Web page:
Monthly Archives: August 2012

Society Page

While researching the designer label on an evening gown I picked up this weekend for Tiddleywink Vintage, I came across the “society” page of The Pittsburgh Press, November 15, 1947. I hope you like these snippets. Click ’em to see ’em larger.

Dolores (Carr) Rothrauff, 1947

Bunnye (Wedner) Kramer, 1947

Dorothy (Parrish) Briney, 1947

Social Situations, 1947

Juke Box Wail, 1947

Long Skirts, 1947

Other News:

A day in Leadville, CO

  • The fella and I, along with his younger sister and their parents, went up to Leadville (Colo.) for a day trip over the weekend for the parents’ 40th anniversary. The dad lived in Leadville until 1958, so it was a trip jam-packed with anecdotes and information that really made for an interesting day. We saw the hospital where dad was born (now condos) as well as the tar-paper house where his mother was born in 1906. We went past the rectory where her father first stopped—ready to receive his last rites—when he arrived in Leadville, because he was sure that his arid-climate nosebleed was in fact a sign of the high-altitude-induced brain hemorrhage that would soon cause his death. :) An antiques shop in Leadville is where I found the aforementioned gown, but seeing as it’s not exactly a fancy-dress town, I’m not sure if it ever saw a dance floor locally. Perhaps it caught a performance or two at the Tabor Opera House before being packed away for many years.
  • Also acquired: my first piece (no, really!) of Fire-King Jadite ovenware! I’ve long been on the hunt for a single, affordable, useful piece. Yes, I could use a mug, but I have this whole matchy-matchy thing going and I likely wouldn’t. I once found a solo fridgie dish-and-lid for a reasonable price, but it was chipped. Then lo, what do I spy in the corner of the antiques store but what appears to be a smallishy loaf baker which is not only marked a reasonable $22 but also conveniently on sale for 20% off! Once I got it home I learned that it’s actually a fridgie dish but with the less common (?) “Colonial” style rim, and it should have a clear lid. This set came with the same clear, handle-less lids used on the Gay Fad painted series. Those seem more easily found online, so I may buy myself a Gay Fad set just to steal the lid. ANYway…pale green bliss!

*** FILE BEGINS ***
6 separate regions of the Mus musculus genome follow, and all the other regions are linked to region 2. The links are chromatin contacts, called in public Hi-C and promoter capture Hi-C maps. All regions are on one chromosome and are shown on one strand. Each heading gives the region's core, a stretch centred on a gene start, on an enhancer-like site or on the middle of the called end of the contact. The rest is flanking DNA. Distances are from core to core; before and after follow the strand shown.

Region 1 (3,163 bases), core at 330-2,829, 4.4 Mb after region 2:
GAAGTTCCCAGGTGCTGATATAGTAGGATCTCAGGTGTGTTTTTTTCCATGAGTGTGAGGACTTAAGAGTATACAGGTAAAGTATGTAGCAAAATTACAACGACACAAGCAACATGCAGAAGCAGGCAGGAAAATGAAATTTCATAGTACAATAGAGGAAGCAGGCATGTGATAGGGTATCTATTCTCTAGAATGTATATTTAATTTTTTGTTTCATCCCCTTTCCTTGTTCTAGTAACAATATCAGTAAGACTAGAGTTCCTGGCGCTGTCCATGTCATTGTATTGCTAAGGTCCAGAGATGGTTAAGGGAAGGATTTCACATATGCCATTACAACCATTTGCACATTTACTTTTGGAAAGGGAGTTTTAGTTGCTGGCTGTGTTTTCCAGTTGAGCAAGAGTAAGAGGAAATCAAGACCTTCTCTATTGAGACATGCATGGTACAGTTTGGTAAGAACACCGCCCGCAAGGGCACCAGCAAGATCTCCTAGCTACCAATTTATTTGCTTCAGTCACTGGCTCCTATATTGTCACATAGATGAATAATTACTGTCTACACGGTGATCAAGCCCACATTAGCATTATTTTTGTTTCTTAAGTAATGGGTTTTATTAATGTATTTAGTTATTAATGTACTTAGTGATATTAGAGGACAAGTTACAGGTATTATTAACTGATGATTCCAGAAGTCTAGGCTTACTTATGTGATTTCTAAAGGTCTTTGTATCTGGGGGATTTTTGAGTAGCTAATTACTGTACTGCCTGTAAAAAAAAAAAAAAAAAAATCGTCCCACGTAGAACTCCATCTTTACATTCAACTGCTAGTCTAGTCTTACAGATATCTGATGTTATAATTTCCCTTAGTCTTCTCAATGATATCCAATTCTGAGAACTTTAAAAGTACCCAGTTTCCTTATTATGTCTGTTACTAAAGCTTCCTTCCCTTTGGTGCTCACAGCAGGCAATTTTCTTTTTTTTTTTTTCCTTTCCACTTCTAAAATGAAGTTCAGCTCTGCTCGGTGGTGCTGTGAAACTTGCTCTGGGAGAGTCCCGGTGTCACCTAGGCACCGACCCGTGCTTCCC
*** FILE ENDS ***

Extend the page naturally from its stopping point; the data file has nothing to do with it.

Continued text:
• The cherry-pie-that-didn’t-turn-out, I have decided, will make a delicious addition to a batch of homemade ice cream. Mmmm, ice cream!
  • The wardrobe dep’t. for “Vegas” placed another order! Woo!
  • Um, probably other stuff! Zippity doo-dah!

Very happy to be working this week on a project for Cooper House, who are not only pretty darn fab designers (and coders), but also wonderful friends. However, between that and a client meeting I have on Wednesday and a high-maintenance-pet-sitting gig I have going all this week: go away. I’m busy. I’ll be blogging (I hope!) but you have a reprieve from the baking/canning/cooking posts this week. Ta for now!

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Filed under amusement, collections, day job, design, family, fashion, friends, nostalgia, shopping, the office, vintage

Not-Pie and OHMIGOURD SECTIONAL

Chapter One, in which Wink makes an experimental pie:

Yeah. Well. They’re not all winners. If they were, I’d have to blog more often. This is shoesandpie, after all. This pie is still a good idea, but the experimental crust requires [secret ingredient] and as that’s not something I often have access to, it may be a loooong time before I get a chance to make a second, improved attempt. Actually, the crust looks okay. It’s the straight-off-the-tapioca-box-label filling that didn’t impress me. I’ve never had luck with tapioca-thickened fruit fillings, but for some reason I keep trying them. Anyway, I’ll cut into the pie-soup tonight. I’m sure it will be a tasty dessert, just not a good pie. There are still plenty of cherries left over.

Chapter Two, in which OHMIGOURD THIS LIVING ROOM SET YES PLEASE.